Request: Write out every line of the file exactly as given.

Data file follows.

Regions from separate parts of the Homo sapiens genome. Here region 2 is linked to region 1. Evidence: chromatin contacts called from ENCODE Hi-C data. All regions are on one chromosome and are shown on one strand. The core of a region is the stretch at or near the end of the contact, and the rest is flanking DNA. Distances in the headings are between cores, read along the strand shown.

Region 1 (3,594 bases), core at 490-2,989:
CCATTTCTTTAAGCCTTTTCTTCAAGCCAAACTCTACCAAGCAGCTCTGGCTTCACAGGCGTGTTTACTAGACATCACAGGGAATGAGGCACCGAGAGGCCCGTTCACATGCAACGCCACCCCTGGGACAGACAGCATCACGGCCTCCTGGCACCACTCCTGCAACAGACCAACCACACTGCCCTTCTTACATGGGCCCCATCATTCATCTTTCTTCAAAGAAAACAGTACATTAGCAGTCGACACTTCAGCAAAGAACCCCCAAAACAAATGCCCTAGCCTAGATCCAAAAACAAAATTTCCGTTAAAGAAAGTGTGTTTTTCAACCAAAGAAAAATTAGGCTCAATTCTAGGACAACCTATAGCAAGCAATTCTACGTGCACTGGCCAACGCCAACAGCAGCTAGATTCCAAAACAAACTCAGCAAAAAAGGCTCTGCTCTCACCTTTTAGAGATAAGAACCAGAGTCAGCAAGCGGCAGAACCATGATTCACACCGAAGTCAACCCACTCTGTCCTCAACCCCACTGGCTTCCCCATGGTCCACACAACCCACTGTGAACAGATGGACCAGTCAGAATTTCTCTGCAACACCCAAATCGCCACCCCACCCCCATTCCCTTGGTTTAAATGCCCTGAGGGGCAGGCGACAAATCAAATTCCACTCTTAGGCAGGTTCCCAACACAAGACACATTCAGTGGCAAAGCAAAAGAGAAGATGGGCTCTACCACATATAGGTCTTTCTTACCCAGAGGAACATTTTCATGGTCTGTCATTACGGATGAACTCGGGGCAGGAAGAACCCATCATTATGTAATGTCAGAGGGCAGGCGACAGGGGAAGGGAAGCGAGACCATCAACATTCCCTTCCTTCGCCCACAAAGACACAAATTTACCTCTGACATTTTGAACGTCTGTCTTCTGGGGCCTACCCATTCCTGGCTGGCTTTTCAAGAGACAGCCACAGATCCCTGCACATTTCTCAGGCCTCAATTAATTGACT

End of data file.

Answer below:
Regions from separate parts of the Homo sapiens genome. Here region 2 is linked to region 1. Evidence: chromatin contacts called from ENCODE Hi-C data. All regions are on one chromosome and are shown on one strand. The core of a region is the stretch at or near the end of the contact, and the rest is flanking DNA. Distances in the headings are between cores, read along the strand shown.

Region 1 (3,594 bases), core at 490-2,989:
CCATTTCTTTAAGCCTTTTCTTCAAGCCAAACTCTACCAAGCAGCTCTGGCTTCACAGGCGTGTTTACTAGACATCACAGGGAATGAGGCACCGAGAGGCCCGTTCACATGCAACGCCACCCCTGGGACAGACAGCATCACGGCCTCCTGGCACCACTCCTGCAACAGACCAACCACACTGCCCTTCTTACATGGGCCCCATCATTCATCTTTCTTCAAAGAAAACAGTACATTAGCAGTCGACACTTCAGCAAAGAACCCCCAAAACAAATGCCCTAGCCTAGATCCAAAAACAAAATTTCCGTTAAAGAAAGTGTGTTTTTCAACCAAAGAAAAATTAGGCTCAATTCTAGGACAACCTATAGCAAGCAATTCTACGTGCACTGGCCAACGCCAACAGCAGCTAGATTCCAAAACAAACTCAGCAAAAAAGGCTCTGCTCTCACCTTTTAGAGATAAGAACCAGAGTCAGCAAGCGGCAGAACCATGATTCACACCGAAGTCAACCCACTCTGTCCTCAACCCCACTGGCTTCCCCATGGTCCACACAACCCACTGTGAACAGATGGACCAGTCAGAATTTCTCTGCAACACCCAAATCGCCACCCCACCCCCATTCCCTTGGTTTAAATGCCCTGAGGGGCAGGCGACAAATCAAATTCCACTCTTAGGCAGGTTCCCAACACAAGACACATTCAGTGGCAAAGCAAAAGAGAAGATGGGCTCTACCACATATAGGTCTTTCTTACCCAGAGGAACATTTTCATGGTCTGTCATTACGGATGAACTCGGGGCAGGAAGAACCCATCATTATGTAATGTCAGAGGGCAGGCGACAGGGGAAGGGAAGCGAGACCATCAACATTCCCTTCCTTCGCCCACAAAGACACAAATTTACCTCTGACATTTTGAACGTCTGTCTTCTGGGGCCTACCCATTCCTGGCTGGCTTTTCAAGAGACAGCCACAGATCCCTGCACATTTCTCAGGCCTCAATTAATTGACT